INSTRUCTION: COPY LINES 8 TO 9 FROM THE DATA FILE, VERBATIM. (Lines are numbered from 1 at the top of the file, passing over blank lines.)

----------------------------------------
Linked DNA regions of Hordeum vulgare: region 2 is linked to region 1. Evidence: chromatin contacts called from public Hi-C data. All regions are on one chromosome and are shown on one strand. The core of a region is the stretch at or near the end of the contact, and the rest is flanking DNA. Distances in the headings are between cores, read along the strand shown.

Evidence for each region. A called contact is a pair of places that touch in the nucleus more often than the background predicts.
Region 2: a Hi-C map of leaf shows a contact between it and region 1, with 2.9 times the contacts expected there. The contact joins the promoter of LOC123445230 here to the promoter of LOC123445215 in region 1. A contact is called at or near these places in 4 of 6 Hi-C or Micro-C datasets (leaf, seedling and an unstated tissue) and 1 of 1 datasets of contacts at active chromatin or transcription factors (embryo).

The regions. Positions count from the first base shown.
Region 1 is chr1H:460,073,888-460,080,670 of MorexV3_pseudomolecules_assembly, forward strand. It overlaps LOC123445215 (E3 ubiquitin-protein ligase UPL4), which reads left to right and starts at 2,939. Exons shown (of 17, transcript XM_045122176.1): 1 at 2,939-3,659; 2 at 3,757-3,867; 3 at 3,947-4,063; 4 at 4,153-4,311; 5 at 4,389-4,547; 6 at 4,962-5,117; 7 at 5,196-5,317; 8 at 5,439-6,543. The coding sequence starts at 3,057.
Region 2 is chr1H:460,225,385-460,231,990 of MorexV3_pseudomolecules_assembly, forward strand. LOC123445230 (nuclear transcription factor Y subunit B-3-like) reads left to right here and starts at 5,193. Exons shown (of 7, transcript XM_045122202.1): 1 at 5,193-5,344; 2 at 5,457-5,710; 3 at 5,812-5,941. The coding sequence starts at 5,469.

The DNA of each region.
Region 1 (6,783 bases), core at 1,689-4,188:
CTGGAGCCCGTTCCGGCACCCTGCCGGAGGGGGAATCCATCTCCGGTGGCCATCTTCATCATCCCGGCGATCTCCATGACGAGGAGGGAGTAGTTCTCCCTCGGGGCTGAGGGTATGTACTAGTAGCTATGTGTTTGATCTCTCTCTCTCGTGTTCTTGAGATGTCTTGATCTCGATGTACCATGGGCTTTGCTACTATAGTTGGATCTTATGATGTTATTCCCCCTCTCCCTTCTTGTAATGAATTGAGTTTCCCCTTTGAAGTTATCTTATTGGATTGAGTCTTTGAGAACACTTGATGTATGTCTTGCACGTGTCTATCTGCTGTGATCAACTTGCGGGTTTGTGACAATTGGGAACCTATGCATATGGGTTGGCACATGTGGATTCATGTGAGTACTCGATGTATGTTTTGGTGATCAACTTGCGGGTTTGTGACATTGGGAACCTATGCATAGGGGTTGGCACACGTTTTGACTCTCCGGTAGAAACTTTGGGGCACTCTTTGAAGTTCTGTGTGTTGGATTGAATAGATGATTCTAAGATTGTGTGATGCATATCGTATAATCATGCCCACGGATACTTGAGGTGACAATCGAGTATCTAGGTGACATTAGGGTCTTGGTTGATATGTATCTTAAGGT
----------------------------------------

Region 1 (6,783 bases), core at 1,689-4,188:
CTGGAGCCCGTTCCGGCACCCTGCCGGAGGGGGAATCCATCTCCGGTGGCCATCTTCATCATCCCGGCGATCTCCATGACGAGGAGGGAGTAGTTCTCCCTCGGGGCTGAGGGTATGTACTAGTAGCTATGTGTTTGATCTCTCTCTCTCGTGTTCTTGAGATGTCTTGATCTCGATGTACCATGGGCTTTGCTACTATAGTTGGATCTTATGATGTTATTCCCCCTCTCCCTTCTTGTAATGAATTGAGTTTCCCCTTTGAAGTTATCTTATTGGATTGAGTCTTTGAGAACACTTGATGTATGTCTTGCACGTGTCTATCTGCTGTGATCAACTTGCGGGTTTGTGACAATTGGGAACCTATGCATATGGGTTGGCACATGTGGATTCATGTGAGTACTCGATGTATGTTTTGGTGATCAACTTGCGGGTTTGTGACATTGGGAACCTATGCATAGGGGTTGGCACACGTTTTGACTCTCCGGTAGAAACTTTGGGGCACTCTTTGAAGTTCTGTGTGTTGGATTGAATAGATGATTCTAAGATTGTGTGATGCATATCGTATAATCATGCCCACGGATACTTGAGGTGACAATCGAGTATCTAGGTGACATTAGGGTCTTGGTTGATATGTATCTTAAGGT